Increasingly, surgeons apply minimally invasive and parenchyma-sparing techniques to the management of pancreatic neuroendocrine tumor (PNET). The aim of this study was to evaluate the impact of these approaches on patient outcomes.
We retrospectively collected data on patients with PNET and compared perioperative and pathologic variables. Survival was analyzed using the Kaplan-Meier method. Factors influencing survival were evaluated using a Cox proportional hazards model.
One hundred thirty patients underwent resection for PNET. Traditional resections included 43 pancreaticoduodenectomies (PD), 38 open distal pancreatectomies (DP), and four total pancreatectomies. Minimally invasive and parenchyma-sparing resections included 25 laparoscopic DP, 11 central pancreatectomies, five enucleations, three partial pancreatectomies, and one laparoscopic-assisted PD. Compared to traditional resections, the minimally invasive and parenchyma-sparing resections had shorter hospital stays. By univariate analysis of neuroendocrine carcinoma, liver metastases and positive resection margins correlated with poor survival. There was an increase in minimally invasive or parenchyma-sparing resections over the study period with no differences in morbidity, mortality, or survival.
In this series, there has been a significant increase in minimally invasive and parenchyma-sparing techniques for PNET. This shift did not increase morbidity or compromise survival. In addition, minimally invasive and parenchyma-sparing operations yielded shorter hospital stays.
"Over the last decade there has been a trend towards more parenchyma-sparing and minimally invasive techniques in the management of PNETs. This shift has not increased morbidity or compromised survival . Laparoscopic surgery for small and solitary PNETs is feasible and safe [78–81]. "
[Show abstract][Hide abstract] ABSTRACT: Pancreatic neuroendocrine tumors (PNETs) are rare neoplasms. They are clinically diverse and divided into functioning and nonfunctioning disease, depending on their ability to produce symptoms due to hormone production. Surgical resection is the only curative treatment and remains the cornerstone therapy for this patient group, even in patients with advanced disease. Over the last decade there has been a noticeable trend towards more aggressive surgery as well as more minimally invasive surgery in patients with PNETs. This has resulted in improved long-term survival in patients with locally advanced and metastatic disease treated aggressively, as well as shorter hospital stays and comparable long-term outcomes in patients with limited disease treated minimally invasively. There are still controversies related to issues of surgical treatment of PNETs, such as to what extent enucleation, lymph node sampling, and vascular reconstruction are beneficial for the oncologic outcome. Histopathologic tumor classification is of high clinical importance for treatment planning and prognostic evaluation of patients with PNETs. A constant challenge, which relates to the treatment of PNETs, is the lack of an internationally accepted histopathological classification system. This paper reviews current issues on the surgical treatment of sporadic PNETs with specific focus on surgical approaches and tumor classification.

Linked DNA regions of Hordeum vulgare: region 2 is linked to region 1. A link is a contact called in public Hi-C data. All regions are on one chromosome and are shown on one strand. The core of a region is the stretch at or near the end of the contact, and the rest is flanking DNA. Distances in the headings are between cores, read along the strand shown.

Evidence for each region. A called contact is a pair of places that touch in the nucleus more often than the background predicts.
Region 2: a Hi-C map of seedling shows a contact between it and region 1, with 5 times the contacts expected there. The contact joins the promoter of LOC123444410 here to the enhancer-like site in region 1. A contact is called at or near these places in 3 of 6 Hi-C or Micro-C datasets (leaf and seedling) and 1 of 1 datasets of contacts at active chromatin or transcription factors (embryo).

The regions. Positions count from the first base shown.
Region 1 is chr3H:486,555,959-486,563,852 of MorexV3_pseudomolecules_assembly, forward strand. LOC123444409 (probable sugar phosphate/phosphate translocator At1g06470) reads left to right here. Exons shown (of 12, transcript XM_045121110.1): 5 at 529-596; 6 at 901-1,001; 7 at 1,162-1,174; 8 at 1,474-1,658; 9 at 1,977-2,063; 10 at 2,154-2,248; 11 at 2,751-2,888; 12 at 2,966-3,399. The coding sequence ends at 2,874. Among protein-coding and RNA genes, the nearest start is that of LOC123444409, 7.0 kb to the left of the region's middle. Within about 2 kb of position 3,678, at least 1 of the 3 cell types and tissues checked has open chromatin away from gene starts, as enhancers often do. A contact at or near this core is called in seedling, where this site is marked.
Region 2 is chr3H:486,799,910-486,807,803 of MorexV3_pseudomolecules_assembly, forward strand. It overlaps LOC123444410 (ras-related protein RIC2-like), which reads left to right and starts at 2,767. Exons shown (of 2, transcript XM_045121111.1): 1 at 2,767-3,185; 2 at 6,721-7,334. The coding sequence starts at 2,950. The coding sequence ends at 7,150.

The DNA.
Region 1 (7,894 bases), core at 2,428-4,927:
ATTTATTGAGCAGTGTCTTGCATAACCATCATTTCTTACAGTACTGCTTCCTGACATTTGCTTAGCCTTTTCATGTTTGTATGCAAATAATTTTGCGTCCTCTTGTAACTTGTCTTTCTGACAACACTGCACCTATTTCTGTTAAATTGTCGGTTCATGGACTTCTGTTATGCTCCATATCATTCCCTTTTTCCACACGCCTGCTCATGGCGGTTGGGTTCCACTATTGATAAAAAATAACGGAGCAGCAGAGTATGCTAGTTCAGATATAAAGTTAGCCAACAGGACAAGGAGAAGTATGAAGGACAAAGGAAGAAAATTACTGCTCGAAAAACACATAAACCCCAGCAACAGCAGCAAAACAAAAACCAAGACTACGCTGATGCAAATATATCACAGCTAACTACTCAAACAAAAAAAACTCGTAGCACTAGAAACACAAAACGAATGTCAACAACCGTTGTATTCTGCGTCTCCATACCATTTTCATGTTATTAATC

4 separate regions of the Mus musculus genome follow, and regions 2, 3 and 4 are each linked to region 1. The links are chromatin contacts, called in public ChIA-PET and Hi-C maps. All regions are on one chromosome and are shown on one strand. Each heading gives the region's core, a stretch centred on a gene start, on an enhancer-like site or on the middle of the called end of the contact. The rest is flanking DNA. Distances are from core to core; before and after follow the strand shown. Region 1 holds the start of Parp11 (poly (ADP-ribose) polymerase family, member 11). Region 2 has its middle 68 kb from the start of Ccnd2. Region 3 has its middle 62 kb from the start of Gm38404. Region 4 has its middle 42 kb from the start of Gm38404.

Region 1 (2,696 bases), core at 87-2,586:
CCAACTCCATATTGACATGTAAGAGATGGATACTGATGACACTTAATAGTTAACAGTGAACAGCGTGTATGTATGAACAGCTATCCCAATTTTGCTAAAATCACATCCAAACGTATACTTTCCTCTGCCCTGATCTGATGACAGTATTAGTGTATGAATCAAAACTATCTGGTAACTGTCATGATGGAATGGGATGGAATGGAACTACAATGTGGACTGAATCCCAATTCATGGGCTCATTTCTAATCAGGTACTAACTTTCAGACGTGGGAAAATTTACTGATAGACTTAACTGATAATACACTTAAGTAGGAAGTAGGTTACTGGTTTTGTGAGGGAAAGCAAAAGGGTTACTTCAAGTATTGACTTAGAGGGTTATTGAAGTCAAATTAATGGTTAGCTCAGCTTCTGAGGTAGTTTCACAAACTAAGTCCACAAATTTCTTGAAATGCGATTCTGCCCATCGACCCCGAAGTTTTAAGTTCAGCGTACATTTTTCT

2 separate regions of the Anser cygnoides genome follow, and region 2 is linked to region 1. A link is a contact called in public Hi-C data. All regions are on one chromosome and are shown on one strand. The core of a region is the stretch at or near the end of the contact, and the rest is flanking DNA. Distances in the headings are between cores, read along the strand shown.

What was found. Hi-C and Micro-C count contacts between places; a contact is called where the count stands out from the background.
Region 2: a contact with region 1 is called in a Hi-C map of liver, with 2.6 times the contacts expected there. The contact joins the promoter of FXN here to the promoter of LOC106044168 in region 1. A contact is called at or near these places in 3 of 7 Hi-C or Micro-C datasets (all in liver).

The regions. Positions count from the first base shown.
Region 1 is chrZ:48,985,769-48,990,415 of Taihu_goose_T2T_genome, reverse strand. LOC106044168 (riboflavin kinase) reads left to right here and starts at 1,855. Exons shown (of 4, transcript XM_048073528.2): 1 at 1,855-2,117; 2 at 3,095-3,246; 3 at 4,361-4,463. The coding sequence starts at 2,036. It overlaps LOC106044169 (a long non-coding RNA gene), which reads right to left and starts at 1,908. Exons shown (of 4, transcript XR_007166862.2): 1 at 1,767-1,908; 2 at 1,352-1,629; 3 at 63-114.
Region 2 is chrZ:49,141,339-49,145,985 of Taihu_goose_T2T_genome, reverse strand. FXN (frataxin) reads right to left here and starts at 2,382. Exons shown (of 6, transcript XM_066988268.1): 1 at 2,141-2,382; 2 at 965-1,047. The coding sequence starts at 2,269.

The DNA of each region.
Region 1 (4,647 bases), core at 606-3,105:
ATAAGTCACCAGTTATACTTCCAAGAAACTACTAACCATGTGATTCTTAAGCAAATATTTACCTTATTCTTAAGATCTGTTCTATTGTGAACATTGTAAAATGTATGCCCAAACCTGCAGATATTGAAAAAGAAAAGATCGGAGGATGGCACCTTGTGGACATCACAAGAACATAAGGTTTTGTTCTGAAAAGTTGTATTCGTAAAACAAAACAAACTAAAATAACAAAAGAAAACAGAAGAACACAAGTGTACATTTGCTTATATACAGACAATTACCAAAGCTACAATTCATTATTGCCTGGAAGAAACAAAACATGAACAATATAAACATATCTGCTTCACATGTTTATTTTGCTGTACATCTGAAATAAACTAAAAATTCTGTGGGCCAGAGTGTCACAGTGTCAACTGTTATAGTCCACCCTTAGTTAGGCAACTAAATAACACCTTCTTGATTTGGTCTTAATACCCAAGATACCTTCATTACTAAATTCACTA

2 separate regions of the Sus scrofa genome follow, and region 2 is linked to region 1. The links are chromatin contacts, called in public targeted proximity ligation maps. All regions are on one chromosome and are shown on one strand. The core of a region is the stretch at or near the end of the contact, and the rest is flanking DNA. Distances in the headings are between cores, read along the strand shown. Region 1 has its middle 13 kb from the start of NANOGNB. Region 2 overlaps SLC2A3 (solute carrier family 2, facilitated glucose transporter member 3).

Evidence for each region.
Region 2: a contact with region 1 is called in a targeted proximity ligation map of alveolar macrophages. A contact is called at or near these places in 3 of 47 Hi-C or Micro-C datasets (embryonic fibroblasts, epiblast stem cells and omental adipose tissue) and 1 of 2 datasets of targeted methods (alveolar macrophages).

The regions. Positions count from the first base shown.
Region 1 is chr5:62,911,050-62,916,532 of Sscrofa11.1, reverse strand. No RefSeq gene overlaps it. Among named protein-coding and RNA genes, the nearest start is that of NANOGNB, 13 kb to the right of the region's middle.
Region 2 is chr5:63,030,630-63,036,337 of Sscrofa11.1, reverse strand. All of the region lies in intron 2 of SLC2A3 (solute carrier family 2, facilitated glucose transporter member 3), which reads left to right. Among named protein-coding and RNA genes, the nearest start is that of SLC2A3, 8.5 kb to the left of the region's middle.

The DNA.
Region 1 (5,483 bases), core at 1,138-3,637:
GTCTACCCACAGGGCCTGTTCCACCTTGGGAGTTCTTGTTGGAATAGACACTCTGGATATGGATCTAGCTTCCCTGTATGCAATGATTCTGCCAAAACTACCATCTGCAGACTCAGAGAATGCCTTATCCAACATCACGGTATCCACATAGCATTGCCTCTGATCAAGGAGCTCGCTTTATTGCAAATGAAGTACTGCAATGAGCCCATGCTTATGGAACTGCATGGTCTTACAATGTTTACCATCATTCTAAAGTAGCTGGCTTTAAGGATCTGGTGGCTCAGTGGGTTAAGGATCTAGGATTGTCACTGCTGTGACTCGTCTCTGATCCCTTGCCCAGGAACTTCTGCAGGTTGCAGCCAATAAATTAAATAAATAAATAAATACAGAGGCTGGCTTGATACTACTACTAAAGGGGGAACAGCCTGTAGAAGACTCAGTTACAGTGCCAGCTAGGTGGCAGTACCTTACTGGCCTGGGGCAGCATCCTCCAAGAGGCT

The Scientific World Journal 12/2012; 2012(1):357475. DOI:10.1100/2012/357475 · 1.73 Impact Factor
[Show abstract][Hide abstract] ABSTRACT: Pancreatic neuroendocrine tumors (PNETs) are rare tumors, with an incidence of one per 100, 000 individuals per year, and they account for 1-2% of all pancreatic neoplasms. PNETs are a heterogeneous group with varying clinical presentation, tumor biology and prognosis. This article reviews the current diagnostic strategy and treatment armamentarium for PNETs. Special attention is paid to recent and ongoing developments in treatment, particularly with regards to multimodality treatment and newer systemic therapies for unresectable disease.
There has been significant progress in the genetic understanding of hereditary syndromes in regards to PNETs, as well as in the diagnosis and treatment of resectable and nonresectable PNETs. Whereas surgical therapy remains the most advisable therapy for resectable neuroendocrine tumors of the pancreas, there have been significant recent advances in systemic therapy for those with unresectable disease. Results from recent clinical trials examining mammalian target of rapamycin inhibitors and tyrosine kinase inhibitors for unresectable disease are promising in expanding treatment options for metastatic PNETs.
Neuroendocrine tumors of the pancreas are a heterogeneous group of tumors with varying clinical presentation, tumor biology and prognosis. Clinicians must be aware of the variety of manifestations of this disease, as well as the role of systemic chemotherapy in treatment of unresectable disease.
Current opinion in oncology 11/2011; 24(1):46-55. DOI:10.1097/CCO.0b013e32834c554d · 4.47 Impact Factor
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